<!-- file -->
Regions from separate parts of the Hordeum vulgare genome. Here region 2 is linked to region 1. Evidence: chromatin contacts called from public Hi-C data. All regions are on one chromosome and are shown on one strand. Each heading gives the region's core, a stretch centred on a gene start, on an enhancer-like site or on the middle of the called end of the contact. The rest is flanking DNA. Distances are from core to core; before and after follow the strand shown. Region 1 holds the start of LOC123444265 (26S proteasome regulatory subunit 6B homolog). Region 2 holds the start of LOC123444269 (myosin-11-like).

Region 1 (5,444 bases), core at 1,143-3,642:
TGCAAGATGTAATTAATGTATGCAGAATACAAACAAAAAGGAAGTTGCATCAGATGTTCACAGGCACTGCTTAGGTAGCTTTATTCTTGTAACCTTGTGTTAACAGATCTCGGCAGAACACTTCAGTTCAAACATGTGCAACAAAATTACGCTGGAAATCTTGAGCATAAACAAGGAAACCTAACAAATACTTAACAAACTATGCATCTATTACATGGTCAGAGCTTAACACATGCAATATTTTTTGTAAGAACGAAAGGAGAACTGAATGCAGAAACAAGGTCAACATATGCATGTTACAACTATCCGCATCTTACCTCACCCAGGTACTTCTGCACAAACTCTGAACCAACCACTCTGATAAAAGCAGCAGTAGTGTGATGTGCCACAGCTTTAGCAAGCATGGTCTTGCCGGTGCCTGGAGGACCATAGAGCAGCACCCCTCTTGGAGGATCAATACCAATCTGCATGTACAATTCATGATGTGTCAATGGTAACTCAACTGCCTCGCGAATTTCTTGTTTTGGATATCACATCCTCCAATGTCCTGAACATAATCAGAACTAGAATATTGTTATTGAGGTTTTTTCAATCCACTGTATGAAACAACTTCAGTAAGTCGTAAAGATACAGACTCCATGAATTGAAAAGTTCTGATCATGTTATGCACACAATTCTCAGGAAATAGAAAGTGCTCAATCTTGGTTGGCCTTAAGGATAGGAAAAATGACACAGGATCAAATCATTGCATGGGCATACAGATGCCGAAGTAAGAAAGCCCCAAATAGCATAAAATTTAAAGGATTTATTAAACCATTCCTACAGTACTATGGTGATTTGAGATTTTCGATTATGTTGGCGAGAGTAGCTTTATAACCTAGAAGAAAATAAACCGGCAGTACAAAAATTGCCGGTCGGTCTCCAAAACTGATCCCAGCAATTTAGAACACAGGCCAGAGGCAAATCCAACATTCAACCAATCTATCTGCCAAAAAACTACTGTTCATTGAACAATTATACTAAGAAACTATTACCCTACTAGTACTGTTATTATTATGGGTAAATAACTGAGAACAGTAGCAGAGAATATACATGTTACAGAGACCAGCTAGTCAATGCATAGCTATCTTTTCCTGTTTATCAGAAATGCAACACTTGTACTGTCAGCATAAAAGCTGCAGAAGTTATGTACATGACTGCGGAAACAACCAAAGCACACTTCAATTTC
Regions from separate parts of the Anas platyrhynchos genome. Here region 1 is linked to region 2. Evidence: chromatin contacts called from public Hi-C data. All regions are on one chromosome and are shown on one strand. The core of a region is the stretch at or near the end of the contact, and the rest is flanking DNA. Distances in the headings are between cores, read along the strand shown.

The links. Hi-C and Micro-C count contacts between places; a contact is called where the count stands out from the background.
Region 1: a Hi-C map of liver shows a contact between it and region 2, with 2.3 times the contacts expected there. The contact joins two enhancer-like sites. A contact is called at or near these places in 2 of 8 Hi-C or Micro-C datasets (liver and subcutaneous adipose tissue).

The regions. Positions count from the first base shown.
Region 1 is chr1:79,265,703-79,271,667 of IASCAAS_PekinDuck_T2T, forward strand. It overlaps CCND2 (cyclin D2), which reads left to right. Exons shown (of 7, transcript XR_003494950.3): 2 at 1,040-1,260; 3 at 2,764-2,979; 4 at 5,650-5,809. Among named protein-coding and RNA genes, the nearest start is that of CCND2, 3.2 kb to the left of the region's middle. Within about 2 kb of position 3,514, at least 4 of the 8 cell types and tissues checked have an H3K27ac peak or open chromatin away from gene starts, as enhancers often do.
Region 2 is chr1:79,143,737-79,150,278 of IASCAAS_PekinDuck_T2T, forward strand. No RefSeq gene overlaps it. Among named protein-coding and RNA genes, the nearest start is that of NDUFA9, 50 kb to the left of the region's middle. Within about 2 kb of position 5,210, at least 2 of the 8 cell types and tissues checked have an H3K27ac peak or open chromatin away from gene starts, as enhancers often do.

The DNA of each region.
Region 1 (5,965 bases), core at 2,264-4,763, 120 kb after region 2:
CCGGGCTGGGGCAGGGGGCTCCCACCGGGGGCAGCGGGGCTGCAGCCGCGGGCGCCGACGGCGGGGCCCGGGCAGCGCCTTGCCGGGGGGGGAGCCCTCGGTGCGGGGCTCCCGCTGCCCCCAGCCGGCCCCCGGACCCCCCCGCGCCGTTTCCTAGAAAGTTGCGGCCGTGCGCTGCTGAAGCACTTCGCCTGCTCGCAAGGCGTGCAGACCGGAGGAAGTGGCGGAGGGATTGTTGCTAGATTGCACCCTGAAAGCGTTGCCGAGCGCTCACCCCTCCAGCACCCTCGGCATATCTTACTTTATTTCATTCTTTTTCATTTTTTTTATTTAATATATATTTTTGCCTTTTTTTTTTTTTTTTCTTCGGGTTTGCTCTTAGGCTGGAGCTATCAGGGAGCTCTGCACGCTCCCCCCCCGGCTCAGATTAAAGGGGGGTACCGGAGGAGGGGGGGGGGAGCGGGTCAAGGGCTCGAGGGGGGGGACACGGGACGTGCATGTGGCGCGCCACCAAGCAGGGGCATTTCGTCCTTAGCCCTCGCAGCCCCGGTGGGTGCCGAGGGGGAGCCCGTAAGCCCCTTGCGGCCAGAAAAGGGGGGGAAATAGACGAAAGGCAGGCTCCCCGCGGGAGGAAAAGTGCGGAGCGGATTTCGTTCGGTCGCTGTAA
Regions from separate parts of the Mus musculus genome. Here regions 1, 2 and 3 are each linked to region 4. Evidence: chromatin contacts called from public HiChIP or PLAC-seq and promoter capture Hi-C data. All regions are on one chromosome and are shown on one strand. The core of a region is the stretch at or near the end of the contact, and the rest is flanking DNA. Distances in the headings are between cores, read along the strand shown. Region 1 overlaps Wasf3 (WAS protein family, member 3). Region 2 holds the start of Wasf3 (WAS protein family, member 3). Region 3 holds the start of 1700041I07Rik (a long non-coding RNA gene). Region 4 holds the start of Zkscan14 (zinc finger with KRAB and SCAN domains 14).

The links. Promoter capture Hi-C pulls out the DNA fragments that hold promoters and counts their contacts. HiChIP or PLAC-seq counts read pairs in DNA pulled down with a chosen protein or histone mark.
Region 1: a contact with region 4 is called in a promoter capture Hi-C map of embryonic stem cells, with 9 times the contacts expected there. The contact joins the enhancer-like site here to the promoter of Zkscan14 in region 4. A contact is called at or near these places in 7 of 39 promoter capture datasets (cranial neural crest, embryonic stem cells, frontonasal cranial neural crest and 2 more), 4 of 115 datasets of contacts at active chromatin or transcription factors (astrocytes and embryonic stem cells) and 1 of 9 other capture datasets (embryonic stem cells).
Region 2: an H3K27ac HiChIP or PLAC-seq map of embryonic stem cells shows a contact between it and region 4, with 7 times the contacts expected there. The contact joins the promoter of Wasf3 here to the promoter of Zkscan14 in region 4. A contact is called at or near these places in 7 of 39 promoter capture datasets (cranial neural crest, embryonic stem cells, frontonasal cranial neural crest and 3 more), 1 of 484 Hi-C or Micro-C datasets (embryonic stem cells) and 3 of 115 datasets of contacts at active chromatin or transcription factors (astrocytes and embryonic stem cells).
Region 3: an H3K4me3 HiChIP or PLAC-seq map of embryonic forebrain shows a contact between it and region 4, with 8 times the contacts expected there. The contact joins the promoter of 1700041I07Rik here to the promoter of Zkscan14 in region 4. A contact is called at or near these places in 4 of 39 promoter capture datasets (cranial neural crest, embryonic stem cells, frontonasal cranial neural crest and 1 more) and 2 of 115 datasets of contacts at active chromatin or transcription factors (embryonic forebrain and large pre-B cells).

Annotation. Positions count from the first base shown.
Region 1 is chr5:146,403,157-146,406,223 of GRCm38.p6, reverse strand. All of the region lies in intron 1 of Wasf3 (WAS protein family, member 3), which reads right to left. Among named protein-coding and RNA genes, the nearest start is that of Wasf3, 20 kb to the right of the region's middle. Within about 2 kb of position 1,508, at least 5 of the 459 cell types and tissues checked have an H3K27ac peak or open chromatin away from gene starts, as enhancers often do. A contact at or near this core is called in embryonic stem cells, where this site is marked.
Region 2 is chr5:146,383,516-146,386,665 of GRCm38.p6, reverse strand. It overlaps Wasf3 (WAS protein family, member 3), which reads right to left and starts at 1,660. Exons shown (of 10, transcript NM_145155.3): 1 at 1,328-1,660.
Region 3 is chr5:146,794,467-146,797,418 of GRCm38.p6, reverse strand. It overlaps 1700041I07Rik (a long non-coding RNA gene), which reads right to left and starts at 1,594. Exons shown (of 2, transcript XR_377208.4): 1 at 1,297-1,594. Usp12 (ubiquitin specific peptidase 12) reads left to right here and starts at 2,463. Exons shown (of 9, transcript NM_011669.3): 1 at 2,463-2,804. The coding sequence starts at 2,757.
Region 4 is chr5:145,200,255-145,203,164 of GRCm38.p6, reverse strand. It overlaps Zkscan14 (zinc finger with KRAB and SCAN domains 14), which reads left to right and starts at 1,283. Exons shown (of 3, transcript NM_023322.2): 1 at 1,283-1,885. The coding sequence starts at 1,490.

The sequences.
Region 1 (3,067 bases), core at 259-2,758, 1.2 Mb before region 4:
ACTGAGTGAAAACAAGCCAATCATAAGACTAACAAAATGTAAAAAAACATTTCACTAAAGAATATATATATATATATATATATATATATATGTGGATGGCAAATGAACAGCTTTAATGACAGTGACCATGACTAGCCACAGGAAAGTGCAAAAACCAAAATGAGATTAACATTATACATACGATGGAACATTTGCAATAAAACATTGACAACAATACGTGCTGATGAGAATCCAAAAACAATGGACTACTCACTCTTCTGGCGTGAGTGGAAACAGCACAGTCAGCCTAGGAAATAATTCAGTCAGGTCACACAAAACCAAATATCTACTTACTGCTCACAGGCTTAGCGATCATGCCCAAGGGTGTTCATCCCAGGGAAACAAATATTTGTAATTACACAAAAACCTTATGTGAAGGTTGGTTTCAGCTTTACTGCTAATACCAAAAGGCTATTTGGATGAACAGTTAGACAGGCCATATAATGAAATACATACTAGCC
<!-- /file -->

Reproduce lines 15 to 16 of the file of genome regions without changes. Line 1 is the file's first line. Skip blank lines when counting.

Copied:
Region 1: a contact with region 4 is called in a promoter capture Hi-C map of embryonic stem cells, with 9 times the contacts expected there. The contact joins the enhancer-like site here to the promoter of Zkscan14 in region 4. A contact is called at or near these places in 7 of 39 promoter capture datasets (cranial neural crest, embryonic stem cells, frontonasal cranial neural crest and 2 more), 4 of 115 datasets of contacts at active chromatin or transcription factors (astrocytes and embryonic stem cells) and 1 of 9 other capture datasets (embryonic stem cells).
Region 2: an H3K27ac HiChIP or PLAC-seq map of embryonic stem cells shows a contact between it and region 4, with 7 times the contacts expected there. The contact joins the promoter of Wasf3 here to the promoter of Zkscan14 in region 4. A contact is called at or near these places in 7 of 39 promoter capture datasets (cranial neural crest, embryonic stem cells, frontonasal cranial neural crest and 3 more), 1 of 484 Hi-C or Micro-C datasets (embryonic stem cells) and 3 of 115 datasets of contacts at active chromatin or transcription factors (astrocytes and embryonic stem cells).